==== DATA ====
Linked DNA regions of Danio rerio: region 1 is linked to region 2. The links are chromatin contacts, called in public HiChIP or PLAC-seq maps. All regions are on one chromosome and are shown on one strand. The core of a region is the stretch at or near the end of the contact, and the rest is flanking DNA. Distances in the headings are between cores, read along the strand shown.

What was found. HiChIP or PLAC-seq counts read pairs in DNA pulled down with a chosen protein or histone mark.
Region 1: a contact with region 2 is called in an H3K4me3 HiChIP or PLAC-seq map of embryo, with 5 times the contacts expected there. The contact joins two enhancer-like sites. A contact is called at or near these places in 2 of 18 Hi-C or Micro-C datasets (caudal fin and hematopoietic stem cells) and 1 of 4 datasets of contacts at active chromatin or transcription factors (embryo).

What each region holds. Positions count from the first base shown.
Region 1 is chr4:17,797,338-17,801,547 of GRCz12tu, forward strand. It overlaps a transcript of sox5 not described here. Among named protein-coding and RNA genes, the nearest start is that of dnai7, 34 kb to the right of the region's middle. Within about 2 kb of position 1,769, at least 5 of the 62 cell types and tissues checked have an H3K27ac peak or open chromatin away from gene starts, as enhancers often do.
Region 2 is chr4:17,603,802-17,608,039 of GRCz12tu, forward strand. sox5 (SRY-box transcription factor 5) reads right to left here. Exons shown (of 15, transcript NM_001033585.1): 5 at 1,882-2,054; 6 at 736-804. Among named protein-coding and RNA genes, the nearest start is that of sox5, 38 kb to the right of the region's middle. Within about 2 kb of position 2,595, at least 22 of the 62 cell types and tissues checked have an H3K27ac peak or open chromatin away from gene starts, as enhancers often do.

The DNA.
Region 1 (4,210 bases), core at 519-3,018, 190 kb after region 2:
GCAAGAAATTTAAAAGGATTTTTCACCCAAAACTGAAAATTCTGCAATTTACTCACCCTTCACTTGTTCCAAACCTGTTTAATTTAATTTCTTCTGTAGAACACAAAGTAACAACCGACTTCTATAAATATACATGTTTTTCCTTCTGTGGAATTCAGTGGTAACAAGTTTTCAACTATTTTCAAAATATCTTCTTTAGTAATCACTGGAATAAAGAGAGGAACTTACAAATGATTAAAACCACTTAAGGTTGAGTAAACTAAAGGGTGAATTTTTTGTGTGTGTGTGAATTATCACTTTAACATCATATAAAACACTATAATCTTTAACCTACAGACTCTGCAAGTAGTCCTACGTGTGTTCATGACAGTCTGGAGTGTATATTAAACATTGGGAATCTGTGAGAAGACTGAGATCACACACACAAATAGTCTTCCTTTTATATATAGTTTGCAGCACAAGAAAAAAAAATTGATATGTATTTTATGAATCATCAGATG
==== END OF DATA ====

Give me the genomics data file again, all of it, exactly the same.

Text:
Linked DNA regions of Danio rerio: region 1 is linked to region 2. The links are chromatin contacts, called in public HiChIP or PLAC-seq maps. All regions are on one chromosome and are shown on one strand. The core of a region is the stretch at or near the end of the contact, and the rest is flanking DNA. Distances in the headings are between cores, read along the strand shown.

What was found. HiChIP or PLAC-seq counts read pairs in DNA pulled down with a chosen protein or histone mark.
Region 1: a contact with region 2 is called in an H3K4me3 HiChIP or PLAC-seq map of embryo, with 5 times the contacts expected there. The contact joins two enhancer-like sites. A contact is called at or near these places in 2 of 18 Hi-C or Micro-C datasets (caudal fin and hematopoietic stem cells) and 1 of 4 datasets of contacts at active chromatin or transcription factors (embryo).

What each region holds. Positions count from the first base shown.
Region 1 is chr4:17,797,338-17,801,547 of GRCz12tu, forward strand. It overlaps a transcript of sox5 not described here. Among named protein-coding and RNA genes, the nearest start is that of dnai7, 34 kb to the right of the region's middle. Within about 2 kb of position 1,769, at least 5 of the 62 cell types and tissues checked have an H3K27ac peak or open chromatin away from gene starts, as enhancers often do.
Region 2 is chr4:17,603,802-17,608,039 of GRCz12tu, forward strand. sox5 (SRY-box transcription factor 5) reads right to left here. Exons shown (of 15, transcript NM_001033585.1): 5 at 1,882-2,054; 6 at 736-804. Among named protein-coding and RNA genes, the nearest start is that of sox5, 38 kb to the right of the region's middle. Within about 2 kb of position 2,595, at least 22 of the 62 cell types and tissues checked have an H3K27ac peak or open chromatin away from gene starts, as enhancers often do.

The DNA.
Region 1 (4,210 bases), core at 519-3,018, 190 kb after region 2:
GCAAGAAATTTAAAAGGATTTTTCACCCAAAACTGAAAATTCTGCAATTTACTCACCCTTCACTTGTTCCAAACCTGTTTAATTTAATTTCTTCTGTAGAACACAAAGTAACAACCGACTTCTATAAATATACATGTTTTTCCTTCTGTGGAATTCAGTGGTAACAAGTTTTCAACTATTTTCAAAATATCTTCTTTAGTAATCACTGGAATAAAGAGAGGAACTTACAAATGATTAAAACCACTTAAGGTTGAGTAAACTAAAGGGTGAATTTTTTGTGTGTGTGTGAATTATCACTTTAACATCATATAAAACACTATAATCTTTAACCTACAGACTCTGCAAGTAGTCCTACGTGTGTTCATGACAGTCTGGAGTGTATATTAAACATTGGGAATCTGTGAGAAGACTGAGATCACACACACAAATAGTCTTCCTTTTATATATAGTTTGCAGCACAAGAAAAAAAAATTGATATGTATTTTATGAATCATCAGATG